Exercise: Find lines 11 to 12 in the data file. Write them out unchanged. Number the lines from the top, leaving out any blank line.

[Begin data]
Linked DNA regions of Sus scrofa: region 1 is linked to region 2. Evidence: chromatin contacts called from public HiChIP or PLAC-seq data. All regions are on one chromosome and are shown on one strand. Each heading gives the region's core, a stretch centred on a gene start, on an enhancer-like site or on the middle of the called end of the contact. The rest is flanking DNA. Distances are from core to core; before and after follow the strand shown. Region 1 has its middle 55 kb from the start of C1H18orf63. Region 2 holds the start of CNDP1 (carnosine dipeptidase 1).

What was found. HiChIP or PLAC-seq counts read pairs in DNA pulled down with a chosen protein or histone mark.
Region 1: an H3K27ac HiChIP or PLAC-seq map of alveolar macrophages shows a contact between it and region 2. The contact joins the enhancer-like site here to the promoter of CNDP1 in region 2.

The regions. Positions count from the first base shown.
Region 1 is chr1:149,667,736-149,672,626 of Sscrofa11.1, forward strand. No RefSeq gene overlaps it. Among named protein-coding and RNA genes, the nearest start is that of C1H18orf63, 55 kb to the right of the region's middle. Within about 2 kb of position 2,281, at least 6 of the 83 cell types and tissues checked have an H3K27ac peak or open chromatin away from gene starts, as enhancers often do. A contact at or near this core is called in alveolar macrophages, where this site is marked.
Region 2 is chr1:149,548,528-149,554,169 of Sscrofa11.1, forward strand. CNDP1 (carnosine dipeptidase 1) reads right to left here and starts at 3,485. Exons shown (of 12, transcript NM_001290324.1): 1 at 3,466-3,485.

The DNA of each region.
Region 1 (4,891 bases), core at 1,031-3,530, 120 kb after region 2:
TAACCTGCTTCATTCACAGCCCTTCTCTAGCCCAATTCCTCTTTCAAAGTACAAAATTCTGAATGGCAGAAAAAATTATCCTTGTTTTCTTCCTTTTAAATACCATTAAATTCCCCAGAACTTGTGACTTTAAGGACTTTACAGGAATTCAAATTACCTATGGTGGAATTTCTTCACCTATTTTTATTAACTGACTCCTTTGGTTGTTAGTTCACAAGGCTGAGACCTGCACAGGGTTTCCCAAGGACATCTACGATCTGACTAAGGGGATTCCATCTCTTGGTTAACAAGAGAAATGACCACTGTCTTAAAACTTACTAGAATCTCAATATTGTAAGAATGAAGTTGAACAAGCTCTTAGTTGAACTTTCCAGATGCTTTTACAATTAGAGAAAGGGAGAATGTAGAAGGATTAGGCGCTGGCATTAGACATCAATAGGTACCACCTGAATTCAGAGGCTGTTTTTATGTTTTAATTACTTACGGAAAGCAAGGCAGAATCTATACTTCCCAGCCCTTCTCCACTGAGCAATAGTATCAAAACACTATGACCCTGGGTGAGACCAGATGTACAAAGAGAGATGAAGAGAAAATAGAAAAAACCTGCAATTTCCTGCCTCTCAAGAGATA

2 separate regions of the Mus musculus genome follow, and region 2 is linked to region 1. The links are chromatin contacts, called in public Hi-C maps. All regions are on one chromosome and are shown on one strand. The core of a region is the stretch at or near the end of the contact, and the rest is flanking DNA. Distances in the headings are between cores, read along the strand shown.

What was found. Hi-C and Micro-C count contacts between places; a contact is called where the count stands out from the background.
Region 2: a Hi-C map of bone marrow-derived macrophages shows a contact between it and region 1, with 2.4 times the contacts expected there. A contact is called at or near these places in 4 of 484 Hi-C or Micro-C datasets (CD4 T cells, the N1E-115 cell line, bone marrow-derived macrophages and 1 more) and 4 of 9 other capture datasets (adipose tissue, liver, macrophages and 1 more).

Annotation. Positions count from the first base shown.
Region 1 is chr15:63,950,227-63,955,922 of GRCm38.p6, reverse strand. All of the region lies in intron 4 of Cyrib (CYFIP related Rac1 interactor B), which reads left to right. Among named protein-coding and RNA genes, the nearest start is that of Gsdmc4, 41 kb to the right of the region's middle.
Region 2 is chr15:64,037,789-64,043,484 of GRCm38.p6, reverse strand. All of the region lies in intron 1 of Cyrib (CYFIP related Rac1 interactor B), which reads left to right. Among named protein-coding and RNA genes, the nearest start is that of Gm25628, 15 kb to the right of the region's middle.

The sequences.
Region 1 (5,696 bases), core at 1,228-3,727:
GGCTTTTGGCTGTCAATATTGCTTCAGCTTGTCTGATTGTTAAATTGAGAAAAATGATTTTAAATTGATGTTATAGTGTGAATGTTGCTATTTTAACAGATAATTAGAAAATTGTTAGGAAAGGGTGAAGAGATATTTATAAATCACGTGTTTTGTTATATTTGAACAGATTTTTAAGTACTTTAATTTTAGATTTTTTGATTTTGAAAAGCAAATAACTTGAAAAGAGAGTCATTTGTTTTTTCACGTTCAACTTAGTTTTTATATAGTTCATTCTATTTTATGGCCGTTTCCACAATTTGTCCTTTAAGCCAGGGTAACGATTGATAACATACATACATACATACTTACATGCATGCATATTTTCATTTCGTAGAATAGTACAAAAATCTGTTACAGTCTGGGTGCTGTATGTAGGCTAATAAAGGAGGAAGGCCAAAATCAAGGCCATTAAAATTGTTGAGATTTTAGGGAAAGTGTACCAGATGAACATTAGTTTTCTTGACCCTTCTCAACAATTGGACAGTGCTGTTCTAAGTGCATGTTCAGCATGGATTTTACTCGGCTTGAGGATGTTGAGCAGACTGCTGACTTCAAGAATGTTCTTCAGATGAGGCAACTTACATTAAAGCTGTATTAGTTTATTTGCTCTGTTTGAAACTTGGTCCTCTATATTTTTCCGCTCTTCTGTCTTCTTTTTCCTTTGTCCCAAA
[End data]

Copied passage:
What was found. Hi-C and Micro-C count contacts between places; a contact is called where the count stands out from the background.
Region 2: a Hi-C map of bone marrow-derived macrophages shows a contact between it and region 1, with 2.4 times the contacts expected there. A contact is called at or near these places in 4 of 484 Hi-C or Micro-C datasets (CD4 T cells, the N1E-115 cell line, bone marrow-derived macrophages and 1 more) and 4 of 9 other capture datasets (adipose tissue, liver, macrophages and 1 more).